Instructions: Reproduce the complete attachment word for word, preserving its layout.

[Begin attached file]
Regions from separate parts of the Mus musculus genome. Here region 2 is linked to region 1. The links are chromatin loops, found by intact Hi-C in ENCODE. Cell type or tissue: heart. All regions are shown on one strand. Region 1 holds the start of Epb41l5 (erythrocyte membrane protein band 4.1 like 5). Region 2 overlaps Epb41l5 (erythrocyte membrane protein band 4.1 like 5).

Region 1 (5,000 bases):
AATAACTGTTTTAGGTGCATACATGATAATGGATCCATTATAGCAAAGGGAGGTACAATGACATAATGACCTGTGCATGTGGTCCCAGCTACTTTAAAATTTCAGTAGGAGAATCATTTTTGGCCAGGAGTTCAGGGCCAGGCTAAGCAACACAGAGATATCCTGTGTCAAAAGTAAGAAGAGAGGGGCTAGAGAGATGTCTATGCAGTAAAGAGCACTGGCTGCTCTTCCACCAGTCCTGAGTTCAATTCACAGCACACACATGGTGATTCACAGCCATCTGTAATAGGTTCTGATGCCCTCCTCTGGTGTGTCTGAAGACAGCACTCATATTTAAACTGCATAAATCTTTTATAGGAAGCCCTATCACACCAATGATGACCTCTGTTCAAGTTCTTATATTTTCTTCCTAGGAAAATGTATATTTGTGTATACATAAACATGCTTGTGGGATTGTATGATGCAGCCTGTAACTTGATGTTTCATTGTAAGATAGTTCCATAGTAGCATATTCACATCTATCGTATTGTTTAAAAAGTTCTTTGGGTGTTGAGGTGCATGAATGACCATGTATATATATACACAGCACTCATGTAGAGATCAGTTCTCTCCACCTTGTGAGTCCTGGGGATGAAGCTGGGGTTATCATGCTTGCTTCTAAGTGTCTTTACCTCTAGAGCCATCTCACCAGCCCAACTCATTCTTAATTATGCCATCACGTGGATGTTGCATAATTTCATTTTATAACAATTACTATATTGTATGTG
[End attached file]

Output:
Regions from separate parts of the Mus musculus genome. Here region 2 is linked to region 1. The links are chromatin loops, found by intact Hi-C in ENCODE. Cell type or tissue: heart. All regions are shown on one strand. Region 1 holds the start of Epb41l5 (erythrocyte membrane protein band 4.1 like 5). Region 2 overlaps Epb41l5 (erythrocyte membrane protein band 4.1 like 5).

Region 1 (5,000 bases):
AATAACTGTTTTAGGTGCATACATGATAATGGATCCATTATAGCAAAGGGAGGTACAATGACATAATGACCTGTGCATGTGGTCCCAGCTACTTTAAAATTTCAGTAGGAGAATCATTTTTGGCCAGGAGTTCAGGGCCAGGCTAAGCAACACAGAGATATCCTGTGTCAAAAGTAAGAAGAGAGGGGCTAGAGAGATGTCTATGCAGTAAAGAGCACTGGCTGCTCTTCCACCAGTCCTGAGTTCAATTCACAGCACACACATGGTGATTCACAGCCATCTGTAATAGGTTCTGATGCCCTCCTCTGGTGTGTCTGAAGACAGCACTCATATTTAAACTGCATAAATCTTTTATAGGAAGCCCTATCACACCAATGATGACCTCTGTTCAAGTTCTTATATTTTCTTCCTAGGAAAATGTATATTTGTGTATACATAAACATGCTTGTGGGATTGTATGATGCAGCCTGTAACTTGATGTTTCATTGTAAGATAGTTCCATAGTAGCATATTCACATCTATCGTATTGTTTAAAAAGTTCTTTGGGTGTTGAGGTGCATGAATGACCATGTATATATATACACAGCACTCATGTAGAGATCAGTTCTCTCCACCTTGTGAGTCCTGGGGATGAAGCTGGGGTTATCATGCTTGCTTCTAAGTGTCTTTACCTCTAGAGCCATCTCACCAGCCCAACTCATTCTTAATTATGCCATCACGTGGATGTTGCATAATTTCATTTTATAACAATTACTATATTGTATGTG